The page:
If you ever visit the town of Mountbellew in Galway, you will notice a striking bronze statue of a horse in the square. The horse is Bobbyjo, one of the most famous and successful racehorses in Irish history.

Bobbyjo was born in 1990 at Mullaghmore, near Moylough, where he was owned and reared by Bobby and Josephine Burke. He was named after his owners, who also bred his sire, Bustineto, and his dam, Markup. Bobbyjo showed great promise from an early age, winning his first race as a four-year-old at Navan in 1994. He went on to win 14 races in total, including the Irish Grand National at Fairyhouse in 1998, becoming the first Irish-trained winner of that race since 1955.

But his crowning glory came on April 10th, 1999, when he lined up for the Grand National at Aintree. He was trained by Tommy Carberry, a former Grand National winner himself on L’Escargot in 1975, and ridden by his son Paul, who was only 24 years old at the time. Bobbyjo started as a 10-1 joint favourite, along with Addington Boy and Earth Summit, and faced a field of 32 runners over a distance of four and a half miles and 30 fences.

Bobbyjo ran a superb race, jumping well and staying close to the leaders throughout. He took the lead at the second-last fence and never looked back, holding off a challenge from Blue Charm to win by 10 lengths. He became the first Irish-trained winner of the Grand National since L’Escargot in 1975, and only the third ever after Early Mist in 1953. He also gave Paul Carberry his first Grand National win, and made him and his father Tommy the first father-son combination to win the race as jockeys.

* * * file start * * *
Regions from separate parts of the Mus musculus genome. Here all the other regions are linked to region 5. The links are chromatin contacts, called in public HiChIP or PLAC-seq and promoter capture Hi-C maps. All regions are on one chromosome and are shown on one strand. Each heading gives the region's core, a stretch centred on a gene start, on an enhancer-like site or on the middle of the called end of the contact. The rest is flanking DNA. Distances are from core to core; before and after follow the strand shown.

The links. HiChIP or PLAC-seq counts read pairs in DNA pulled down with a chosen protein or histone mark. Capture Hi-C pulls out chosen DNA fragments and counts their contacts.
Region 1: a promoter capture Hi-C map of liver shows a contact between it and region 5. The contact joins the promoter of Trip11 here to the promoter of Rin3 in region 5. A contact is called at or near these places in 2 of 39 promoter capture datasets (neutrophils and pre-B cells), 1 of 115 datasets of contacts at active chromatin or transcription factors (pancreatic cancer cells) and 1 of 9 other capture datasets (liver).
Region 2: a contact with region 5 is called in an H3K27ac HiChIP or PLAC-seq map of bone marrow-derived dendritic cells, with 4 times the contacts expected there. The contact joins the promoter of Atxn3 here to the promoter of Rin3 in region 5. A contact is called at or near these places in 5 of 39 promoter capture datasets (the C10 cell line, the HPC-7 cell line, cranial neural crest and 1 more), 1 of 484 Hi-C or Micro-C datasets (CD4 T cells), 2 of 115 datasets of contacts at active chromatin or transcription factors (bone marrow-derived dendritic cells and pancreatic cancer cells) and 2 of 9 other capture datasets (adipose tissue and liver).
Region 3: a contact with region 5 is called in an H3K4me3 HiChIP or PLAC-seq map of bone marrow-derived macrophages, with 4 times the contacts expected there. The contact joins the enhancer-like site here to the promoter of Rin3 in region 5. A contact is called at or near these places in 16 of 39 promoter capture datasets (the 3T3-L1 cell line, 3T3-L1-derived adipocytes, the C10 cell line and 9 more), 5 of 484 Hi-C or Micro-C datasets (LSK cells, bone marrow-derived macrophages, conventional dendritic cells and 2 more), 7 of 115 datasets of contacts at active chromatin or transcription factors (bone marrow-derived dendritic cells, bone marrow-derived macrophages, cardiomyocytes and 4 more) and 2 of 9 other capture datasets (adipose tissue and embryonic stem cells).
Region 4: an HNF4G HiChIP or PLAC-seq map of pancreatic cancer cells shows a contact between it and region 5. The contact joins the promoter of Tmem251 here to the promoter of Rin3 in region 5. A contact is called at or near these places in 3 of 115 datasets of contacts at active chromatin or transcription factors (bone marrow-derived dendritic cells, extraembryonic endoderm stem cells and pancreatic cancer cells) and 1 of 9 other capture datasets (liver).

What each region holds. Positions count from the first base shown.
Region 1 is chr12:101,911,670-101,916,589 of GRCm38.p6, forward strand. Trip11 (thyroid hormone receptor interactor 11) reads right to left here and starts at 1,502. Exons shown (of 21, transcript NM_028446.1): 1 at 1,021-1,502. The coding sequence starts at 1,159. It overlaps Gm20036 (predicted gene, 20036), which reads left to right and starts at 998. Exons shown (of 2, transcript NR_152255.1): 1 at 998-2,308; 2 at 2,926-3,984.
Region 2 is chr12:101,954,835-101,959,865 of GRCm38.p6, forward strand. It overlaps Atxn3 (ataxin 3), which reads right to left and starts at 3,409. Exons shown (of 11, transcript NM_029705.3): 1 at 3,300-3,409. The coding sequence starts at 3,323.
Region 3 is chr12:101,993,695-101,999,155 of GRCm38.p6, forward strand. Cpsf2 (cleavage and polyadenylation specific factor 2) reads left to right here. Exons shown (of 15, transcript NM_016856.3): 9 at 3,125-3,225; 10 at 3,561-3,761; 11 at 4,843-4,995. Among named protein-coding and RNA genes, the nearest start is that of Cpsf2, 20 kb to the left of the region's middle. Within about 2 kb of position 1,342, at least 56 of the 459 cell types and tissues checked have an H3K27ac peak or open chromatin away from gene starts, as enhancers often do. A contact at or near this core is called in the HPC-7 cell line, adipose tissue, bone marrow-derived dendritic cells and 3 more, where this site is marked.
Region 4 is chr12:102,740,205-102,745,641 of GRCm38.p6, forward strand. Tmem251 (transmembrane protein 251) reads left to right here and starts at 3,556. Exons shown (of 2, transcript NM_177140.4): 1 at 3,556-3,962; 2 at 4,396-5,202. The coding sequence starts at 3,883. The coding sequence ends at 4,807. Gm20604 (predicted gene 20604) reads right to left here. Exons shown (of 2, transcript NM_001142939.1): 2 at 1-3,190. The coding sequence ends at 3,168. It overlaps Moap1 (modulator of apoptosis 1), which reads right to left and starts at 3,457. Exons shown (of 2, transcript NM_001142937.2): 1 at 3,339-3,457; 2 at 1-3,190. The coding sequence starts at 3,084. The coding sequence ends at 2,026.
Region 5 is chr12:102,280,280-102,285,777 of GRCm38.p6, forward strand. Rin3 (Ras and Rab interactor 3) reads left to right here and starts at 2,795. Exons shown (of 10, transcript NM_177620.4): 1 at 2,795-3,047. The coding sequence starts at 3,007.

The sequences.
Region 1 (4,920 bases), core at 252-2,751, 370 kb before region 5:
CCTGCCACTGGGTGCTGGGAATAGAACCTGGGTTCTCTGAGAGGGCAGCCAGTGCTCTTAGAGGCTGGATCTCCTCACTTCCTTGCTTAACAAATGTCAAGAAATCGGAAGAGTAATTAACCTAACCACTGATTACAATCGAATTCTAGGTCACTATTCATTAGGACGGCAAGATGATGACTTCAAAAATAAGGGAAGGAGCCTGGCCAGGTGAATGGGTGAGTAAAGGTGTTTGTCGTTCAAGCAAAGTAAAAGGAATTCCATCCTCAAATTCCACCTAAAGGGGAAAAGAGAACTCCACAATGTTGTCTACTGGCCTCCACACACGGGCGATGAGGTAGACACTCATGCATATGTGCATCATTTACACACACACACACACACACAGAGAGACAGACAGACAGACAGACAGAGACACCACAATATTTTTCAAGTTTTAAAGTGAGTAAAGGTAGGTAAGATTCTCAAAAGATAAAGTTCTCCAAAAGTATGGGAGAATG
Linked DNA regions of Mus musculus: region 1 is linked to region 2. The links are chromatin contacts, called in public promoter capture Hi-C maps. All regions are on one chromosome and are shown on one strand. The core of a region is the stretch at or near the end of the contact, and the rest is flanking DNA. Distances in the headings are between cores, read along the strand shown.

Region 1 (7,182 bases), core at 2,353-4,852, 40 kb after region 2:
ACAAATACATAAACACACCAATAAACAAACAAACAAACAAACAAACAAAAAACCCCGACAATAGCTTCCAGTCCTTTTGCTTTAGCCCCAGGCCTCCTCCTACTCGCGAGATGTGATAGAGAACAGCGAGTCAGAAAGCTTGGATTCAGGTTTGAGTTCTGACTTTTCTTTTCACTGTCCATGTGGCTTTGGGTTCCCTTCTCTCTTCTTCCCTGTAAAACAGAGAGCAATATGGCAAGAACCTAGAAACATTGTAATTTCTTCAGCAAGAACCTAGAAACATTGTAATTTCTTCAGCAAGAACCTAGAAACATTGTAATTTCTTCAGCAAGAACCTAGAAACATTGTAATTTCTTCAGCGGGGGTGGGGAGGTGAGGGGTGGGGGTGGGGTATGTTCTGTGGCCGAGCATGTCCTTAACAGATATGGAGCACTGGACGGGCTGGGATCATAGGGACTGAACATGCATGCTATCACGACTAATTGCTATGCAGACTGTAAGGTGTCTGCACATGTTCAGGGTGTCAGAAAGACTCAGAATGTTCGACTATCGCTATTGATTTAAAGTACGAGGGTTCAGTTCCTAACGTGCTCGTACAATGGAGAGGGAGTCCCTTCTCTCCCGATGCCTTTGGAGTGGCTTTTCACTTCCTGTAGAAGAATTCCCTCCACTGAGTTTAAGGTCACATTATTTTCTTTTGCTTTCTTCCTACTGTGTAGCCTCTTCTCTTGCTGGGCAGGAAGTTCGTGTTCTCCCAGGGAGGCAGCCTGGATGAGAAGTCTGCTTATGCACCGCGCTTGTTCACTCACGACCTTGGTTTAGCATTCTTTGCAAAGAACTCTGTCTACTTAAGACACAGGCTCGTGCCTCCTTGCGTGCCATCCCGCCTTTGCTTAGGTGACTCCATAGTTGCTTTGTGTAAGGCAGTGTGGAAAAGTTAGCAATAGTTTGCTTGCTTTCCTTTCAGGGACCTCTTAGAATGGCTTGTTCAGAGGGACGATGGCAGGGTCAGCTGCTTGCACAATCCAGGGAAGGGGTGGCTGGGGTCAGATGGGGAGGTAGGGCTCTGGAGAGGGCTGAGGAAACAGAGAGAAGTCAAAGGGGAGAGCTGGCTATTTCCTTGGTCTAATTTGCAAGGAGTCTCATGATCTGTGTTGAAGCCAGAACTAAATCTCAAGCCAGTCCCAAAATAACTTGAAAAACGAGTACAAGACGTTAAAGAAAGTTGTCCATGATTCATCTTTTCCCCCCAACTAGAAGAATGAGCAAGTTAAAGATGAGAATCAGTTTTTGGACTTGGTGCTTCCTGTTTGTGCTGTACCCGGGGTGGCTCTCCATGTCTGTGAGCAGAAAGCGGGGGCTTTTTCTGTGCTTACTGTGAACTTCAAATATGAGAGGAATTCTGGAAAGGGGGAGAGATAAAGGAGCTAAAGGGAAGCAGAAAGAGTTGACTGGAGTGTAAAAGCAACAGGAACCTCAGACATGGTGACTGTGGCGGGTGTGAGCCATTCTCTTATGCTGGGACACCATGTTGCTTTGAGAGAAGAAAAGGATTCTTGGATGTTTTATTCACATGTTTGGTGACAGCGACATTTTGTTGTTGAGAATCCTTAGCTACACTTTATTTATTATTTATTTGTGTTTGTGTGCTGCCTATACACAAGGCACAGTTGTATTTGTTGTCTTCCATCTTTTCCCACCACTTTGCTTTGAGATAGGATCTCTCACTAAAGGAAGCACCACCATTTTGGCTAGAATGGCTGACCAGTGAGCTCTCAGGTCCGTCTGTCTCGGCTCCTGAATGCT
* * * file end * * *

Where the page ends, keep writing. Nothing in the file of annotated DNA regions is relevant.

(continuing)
Bobbyjo’s victory was greeted with jubilation by his connections and fans, who celebrated his achievement as a triumph for Irish racing. He returned to Ireland as a national hero, and was honoured with a civic reception in Mountbellew, where he paraded through the streets with Paul Carberry on his back. He also received a special award from the Irish Turf Club for his outstanding contribution to Irish racing.

Bobbyjo continued to race until 2001, when he suffered a fatal injury at Fairyhouse. He broke his knee during the Hennessy Gold Cup and had to be put down one month later due to his incurable condition. He was buried at Mullaghmore, where he was born and raised.

In 2002, as part of the Millennium celebrations, a life-sized bronze statue of Bobbyjo was unveiled in Mountbellew. The statue is the work of Galway-born sculptor John Coll, who captured Bobbyjo’s likeness and spirit in exquisite detail. The statue commemorates Bobbyjo’s life and achievements, and pays tribute to his owners, trainers, jockeys and supporters. It also serves as a reminder of the rich heritage and history of horse racing in Galway and Ireland.


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Bobbyjo Statue



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